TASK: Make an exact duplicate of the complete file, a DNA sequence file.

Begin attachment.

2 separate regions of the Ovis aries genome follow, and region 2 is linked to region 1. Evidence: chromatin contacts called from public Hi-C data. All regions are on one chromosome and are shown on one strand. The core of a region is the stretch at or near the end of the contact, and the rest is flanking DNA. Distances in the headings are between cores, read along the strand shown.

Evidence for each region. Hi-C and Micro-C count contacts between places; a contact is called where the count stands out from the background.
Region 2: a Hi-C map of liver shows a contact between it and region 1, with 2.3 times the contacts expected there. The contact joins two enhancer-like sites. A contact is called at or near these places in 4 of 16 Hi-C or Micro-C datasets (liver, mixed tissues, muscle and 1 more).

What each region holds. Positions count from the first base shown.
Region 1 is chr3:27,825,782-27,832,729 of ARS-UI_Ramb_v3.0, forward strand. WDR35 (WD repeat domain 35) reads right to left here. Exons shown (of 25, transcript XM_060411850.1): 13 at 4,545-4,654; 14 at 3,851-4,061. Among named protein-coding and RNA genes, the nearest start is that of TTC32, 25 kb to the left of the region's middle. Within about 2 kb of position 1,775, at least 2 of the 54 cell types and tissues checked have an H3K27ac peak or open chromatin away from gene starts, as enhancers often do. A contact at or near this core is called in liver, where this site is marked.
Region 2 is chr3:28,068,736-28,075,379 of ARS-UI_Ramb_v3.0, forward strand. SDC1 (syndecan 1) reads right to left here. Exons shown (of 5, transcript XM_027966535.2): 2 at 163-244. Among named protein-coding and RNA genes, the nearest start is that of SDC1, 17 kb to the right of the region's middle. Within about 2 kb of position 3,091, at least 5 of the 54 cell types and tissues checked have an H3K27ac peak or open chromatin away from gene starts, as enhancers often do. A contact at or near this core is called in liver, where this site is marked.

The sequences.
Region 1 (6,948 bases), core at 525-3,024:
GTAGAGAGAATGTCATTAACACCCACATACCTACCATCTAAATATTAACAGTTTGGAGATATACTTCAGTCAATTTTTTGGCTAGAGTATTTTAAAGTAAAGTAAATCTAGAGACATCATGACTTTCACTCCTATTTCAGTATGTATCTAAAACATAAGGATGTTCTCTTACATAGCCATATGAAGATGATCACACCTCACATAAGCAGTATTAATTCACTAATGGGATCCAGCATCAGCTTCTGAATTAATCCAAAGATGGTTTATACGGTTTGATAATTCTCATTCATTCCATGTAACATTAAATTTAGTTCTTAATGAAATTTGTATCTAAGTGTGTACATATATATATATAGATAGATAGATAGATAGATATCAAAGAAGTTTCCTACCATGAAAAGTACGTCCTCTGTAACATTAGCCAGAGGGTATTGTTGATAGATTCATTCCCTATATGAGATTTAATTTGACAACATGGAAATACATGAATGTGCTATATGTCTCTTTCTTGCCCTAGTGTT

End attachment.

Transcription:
2 separate regions of the Ovis aries genome follow, and region 2 is linked to region 1. Evidence: chromatin contacts called from public Hi-C data. All regions are on one chromosome and are shown on one strand. The core of a region is the stretch at or near the end of the contact, and the rest is flanking DNA. Distances in the headings are between cores, read along the strand shown.

Evidence for each region. Hi-C and Micro-C count contacts between places; a contact is called where the count stands out from the background.
Region 2: a Hi-C map of liver shows a contact between it and region 1, with 2.3 times the contacts expected there. The contact joins two enhancer-like sites. A contact is called at or near these places in 4 of 16 Hi-C or Micro-C datasets (liver, mixed tissues, muscle and 1 more).

What each region holds. Positions count from the first base shown.
Region 1 is chr3:27,825,782-27,832,729 of ARS-UI_Ramb_v3.0, forward strand. WDR35 (WD repeat domain 35) reads right to left here. Exons shown (of 25, transcript XM_060411850.1): 13 at 4,545-4,654; 14 at 3,851-4,061. Among named protein-coding and RNA genes, the nearest start is that of TTC32, 25 kb to the left of the region's middle. Within about 2 kb of position 1,775, at least 2 of the 54 cell types and tissues checked have an H3K27ac peak or open chromatin away from gene starts, as enhancers often do. A contact at or near this core is called in liver, where this site is marked.
Region 2 is chr3:28,068,736-28,075,379 of ARS-UI_Ramb_v3.0, forward strand. SDC1 (syndecan 1) reads right to left here. Exons shown (of 5, transcript XM_027966535.2): 2 at 163-244. Among named protein-coding and RNA genes, the nearest start is that of SDC1, 17 kb to the right of the region's middle. Within about 2 kb of position 3,091, at least 5 of the 54 cell types and tissues checked have an H3K27ac peak or open chromatin away from gene starts, as enhancers often do. A contact at or near this core is called in liver, where this site is marked.

The sequences.
Region 1 (6,948 bases), core at 525-3,024:
GTAGAGAGAATGTCATTAACACCCACATACCTACCATCTAAATATTAACAGTTTGGAGATATACTTCAGTCAATTTTTTGGCTAGAGTATTTTAAAGTAAAGTAAATCTAGAGACATCATGACTTTCACTCCTATTTCAGTATGTATCTAAAACATAAGGATGTTCTCTTACATAGCCATATGAAGATGATCACACCTCACATAAGCAGTATTAATTCACTAATGGGATCCAGCATCAGCTTCTGAATTAATCCAAAGATGGTTTATACGGTTTGATAATTCTCATTCATTCCATGTAACATTAAATTTAGTTCTTAATGAAATTTGTATCTAAGTGTGTACATATATATATATAGATAGATAGATAGATAGATATCAAAGAAGTTTCCTACCATGAAAAGTACGTCCTCTGTAACATTAGCCAGAGGGTATTGTTGATAGATTCATTCCCTATATGAGATTTAATTTGACAACATGGAAATACATGAATGTGCTATATGTCTCTTTCTTGCCCTAGTGTT